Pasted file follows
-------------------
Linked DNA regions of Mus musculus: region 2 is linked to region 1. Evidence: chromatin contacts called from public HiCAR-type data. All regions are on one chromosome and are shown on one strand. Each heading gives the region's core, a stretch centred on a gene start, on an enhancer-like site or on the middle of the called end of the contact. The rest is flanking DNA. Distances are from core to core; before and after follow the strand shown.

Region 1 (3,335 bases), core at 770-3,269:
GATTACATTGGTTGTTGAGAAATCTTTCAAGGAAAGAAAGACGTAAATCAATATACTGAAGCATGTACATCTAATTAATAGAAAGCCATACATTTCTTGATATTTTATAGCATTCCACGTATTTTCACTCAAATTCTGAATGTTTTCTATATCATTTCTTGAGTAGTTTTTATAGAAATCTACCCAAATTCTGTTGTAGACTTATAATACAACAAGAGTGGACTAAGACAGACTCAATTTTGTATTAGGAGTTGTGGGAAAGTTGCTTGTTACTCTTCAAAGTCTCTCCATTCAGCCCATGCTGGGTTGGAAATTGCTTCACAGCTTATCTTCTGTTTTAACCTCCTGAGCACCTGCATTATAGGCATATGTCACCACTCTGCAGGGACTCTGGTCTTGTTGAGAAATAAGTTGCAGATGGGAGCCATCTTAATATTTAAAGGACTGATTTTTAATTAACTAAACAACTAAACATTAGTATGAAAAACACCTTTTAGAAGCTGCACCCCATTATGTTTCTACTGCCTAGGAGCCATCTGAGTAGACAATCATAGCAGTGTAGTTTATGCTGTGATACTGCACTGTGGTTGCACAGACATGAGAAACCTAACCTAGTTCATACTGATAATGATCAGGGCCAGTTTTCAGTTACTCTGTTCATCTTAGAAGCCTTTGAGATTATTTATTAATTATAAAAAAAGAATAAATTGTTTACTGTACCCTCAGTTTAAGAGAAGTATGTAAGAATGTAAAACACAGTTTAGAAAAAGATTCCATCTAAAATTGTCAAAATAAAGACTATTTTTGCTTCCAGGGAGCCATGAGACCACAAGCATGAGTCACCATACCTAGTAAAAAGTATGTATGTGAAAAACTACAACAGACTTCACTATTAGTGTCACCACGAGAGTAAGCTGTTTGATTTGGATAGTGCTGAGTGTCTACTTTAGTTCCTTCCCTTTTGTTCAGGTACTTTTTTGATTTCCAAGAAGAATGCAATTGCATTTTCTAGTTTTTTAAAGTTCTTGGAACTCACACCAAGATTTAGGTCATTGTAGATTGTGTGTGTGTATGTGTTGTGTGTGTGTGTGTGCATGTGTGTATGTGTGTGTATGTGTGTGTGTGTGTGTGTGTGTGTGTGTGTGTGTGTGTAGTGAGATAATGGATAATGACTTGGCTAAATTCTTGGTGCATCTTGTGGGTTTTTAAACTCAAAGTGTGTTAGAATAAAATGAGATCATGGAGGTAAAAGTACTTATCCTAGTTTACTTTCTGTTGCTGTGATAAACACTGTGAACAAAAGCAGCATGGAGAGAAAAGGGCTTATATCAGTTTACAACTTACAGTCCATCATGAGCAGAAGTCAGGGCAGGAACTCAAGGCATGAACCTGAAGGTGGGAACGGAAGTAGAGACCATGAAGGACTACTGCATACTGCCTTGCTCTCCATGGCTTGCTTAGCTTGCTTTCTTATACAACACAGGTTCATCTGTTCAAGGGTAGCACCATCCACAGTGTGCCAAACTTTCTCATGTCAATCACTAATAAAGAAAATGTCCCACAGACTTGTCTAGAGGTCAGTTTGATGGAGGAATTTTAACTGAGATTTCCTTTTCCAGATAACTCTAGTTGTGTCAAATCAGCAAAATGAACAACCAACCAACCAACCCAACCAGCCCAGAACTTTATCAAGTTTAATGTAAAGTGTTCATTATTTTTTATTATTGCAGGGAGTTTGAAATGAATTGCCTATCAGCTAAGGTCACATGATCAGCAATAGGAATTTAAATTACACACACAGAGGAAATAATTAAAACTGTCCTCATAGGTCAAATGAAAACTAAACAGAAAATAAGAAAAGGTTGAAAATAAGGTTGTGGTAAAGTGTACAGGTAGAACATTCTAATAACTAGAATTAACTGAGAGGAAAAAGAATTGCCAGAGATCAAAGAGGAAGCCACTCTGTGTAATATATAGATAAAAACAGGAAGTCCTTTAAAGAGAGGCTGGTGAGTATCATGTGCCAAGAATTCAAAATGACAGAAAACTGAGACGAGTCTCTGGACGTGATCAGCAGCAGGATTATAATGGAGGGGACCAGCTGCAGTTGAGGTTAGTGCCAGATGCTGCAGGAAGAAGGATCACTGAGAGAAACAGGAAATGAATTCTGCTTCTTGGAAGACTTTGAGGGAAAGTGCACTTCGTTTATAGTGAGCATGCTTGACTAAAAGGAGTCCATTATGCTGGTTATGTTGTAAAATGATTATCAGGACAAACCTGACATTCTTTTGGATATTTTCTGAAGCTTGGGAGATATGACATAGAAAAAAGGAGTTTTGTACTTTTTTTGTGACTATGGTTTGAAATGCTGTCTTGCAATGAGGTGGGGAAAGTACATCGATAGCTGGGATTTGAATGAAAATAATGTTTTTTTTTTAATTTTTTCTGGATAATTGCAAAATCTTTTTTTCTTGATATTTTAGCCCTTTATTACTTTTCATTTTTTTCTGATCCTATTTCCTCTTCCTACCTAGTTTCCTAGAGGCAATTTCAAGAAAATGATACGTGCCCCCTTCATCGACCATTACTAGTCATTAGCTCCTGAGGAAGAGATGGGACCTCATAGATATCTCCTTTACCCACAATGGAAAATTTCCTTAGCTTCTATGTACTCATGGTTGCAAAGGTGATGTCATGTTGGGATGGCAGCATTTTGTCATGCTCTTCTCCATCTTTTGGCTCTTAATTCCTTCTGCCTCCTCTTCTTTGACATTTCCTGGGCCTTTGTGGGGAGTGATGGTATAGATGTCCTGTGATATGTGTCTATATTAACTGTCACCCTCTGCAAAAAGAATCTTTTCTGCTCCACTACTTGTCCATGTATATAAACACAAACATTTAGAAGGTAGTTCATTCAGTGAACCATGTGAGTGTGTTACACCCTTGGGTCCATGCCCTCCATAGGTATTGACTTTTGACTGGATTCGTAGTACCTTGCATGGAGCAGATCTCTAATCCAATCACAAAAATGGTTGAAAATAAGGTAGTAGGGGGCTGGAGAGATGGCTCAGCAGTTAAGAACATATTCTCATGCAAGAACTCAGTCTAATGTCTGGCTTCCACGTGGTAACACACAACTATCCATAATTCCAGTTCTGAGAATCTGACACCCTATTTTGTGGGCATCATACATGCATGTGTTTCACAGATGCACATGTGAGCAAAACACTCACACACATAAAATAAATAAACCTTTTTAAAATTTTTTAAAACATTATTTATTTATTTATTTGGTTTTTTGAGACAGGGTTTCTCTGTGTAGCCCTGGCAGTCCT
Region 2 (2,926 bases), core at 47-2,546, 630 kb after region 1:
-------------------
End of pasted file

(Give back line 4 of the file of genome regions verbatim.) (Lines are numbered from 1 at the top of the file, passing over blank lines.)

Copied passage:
Region 2 (2,926 bases), core at 47-2,546, 630 kb after region 1: